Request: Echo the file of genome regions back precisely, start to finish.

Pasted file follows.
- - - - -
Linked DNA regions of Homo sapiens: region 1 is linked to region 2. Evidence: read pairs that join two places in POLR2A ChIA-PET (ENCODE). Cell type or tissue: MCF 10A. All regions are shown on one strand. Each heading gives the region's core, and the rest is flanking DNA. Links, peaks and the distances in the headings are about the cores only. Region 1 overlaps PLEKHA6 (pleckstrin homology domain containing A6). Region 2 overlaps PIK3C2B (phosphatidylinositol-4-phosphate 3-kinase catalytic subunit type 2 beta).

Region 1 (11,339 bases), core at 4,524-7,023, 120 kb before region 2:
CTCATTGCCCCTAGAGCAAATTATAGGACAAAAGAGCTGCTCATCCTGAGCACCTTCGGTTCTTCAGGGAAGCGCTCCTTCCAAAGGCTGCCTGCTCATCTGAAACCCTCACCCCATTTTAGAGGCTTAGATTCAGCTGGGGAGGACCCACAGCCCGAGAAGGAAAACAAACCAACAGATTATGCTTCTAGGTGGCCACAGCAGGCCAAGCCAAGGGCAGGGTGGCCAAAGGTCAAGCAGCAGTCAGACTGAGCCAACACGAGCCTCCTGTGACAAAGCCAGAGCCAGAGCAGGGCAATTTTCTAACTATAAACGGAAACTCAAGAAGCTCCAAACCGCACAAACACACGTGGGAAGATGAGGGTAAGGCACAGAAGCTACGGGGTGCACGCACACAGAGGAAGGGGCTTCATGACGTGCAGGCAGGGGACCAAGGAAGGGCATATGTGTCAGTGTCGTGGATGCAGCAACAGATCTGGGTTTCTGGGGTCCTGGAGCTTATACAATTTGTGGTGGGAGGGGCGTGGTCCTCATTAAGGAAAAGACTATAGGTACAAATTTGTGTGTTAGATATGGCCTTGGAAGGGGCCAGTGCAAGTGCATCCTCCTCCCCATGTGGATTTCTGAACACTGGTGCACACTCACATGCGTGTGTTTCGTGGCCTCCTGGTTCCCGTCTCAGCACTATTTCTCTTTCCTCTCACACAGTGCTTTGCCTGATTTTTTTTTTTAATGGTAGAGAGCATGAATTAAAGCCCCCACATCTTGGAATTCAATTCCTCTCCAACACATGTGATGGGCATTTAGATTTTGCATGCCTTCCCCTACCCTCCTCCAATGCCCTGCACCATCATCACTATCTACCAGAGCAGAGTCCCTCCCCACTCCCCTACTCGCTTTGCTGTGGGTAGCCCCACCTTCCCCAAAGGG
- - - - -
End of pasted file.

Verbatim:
Linked DNA regions of Homo sapiens: region 1 is linked to region 2. Evidence: read pairs that join two places in POLR2A ChIA-PET (ENCODE). Cell type or tissue: MCF 10A. All regions are shown on one strand. Each heading gives the region's core, and the rest is flanking DNA. Links, peaks and the distances in the headings are about the cores only. Region 1 overlaps PLEKHA6 (pleckstrin homology domain containing A6). Region 2 overlaps PIK3C2B (phosphatidylinositol-4-phosphate 3-kinase catalytic subunit type 2 beta).

Region 1 (11,339 bases), core at 4,524-7,023, 120 kb before region 2:
CTCATTGCCCCTAGAGCAAATTATAGGACAAAAGAGCTGCTCATCCTGAGCACCTTCGGTTCTTCAGGGAAGCGCTCCTTCCAAAGGCTGCCTGCTCATCTGAAACCCTCACCCCATTTTAGAGGCTTAGATTCAGCTGGGGAGGACCCACAGCCCGAGAAGGAAAACAAACCAACAGATTATGCTTCTAGGTGGCCACAGCAGGCCAAGCCAAGGGCAGGGTGGCCAAAGGTCAAGCAGCAGTCAGACTGAGCCAACACGAGCCTCCTGTGACAAAGCCAGAGCCAGAGCAGGGCAATTTTCTAACTATAAACGGAAACTCAAGAAGCTCCAAACCGCACAAACACACGTGGGAAGATGAGGGTAAGGCACAGAAGCTACGGGGTGCACGCACACAGAGGAAGGGGCTTCATGACGTGCAGGCAGGGGACCAAGGAAGGGCATATGTGTCAGTGTCGTGGATGCAGCAACAGATCTGGGTTTCTGGGGTCCTGGAGCTTATACAATTTGTGGTGGGAGGGGCGTGGTCCTCATTAAGGAAAAGACTATAGGTACAAATTTGTGTGTTAGATATGGCCTTGGAAGGGGCCAGTGCAAGTGCATCCTCCTCCCCATGTGGATTTCTGAACACTGGTGCACACTCACATGCGTGTGTTTCGTGGCCTCCTGGTTCCCGTCTCAGCACTATTTCTCTTTCCTCTCACACAGTGCTTTGCCTGATTTTTTTTTTTAATGGTAGAGAGCATGAATTAAAGCCCCCACATCTTGGAATTCAATTCCTCTCCAACACATGTGATGGGCATTTAGATTTTGCATGCCTTCCCCTACCCTCCTCCAATGCCCTGCACCATCATCACTATCTACCAGAGCAGAGTCCCTCCCCACTCCCCTACTCGCTTTGCTGTGGGTAGCCCCACCTTCCCCAAAGGG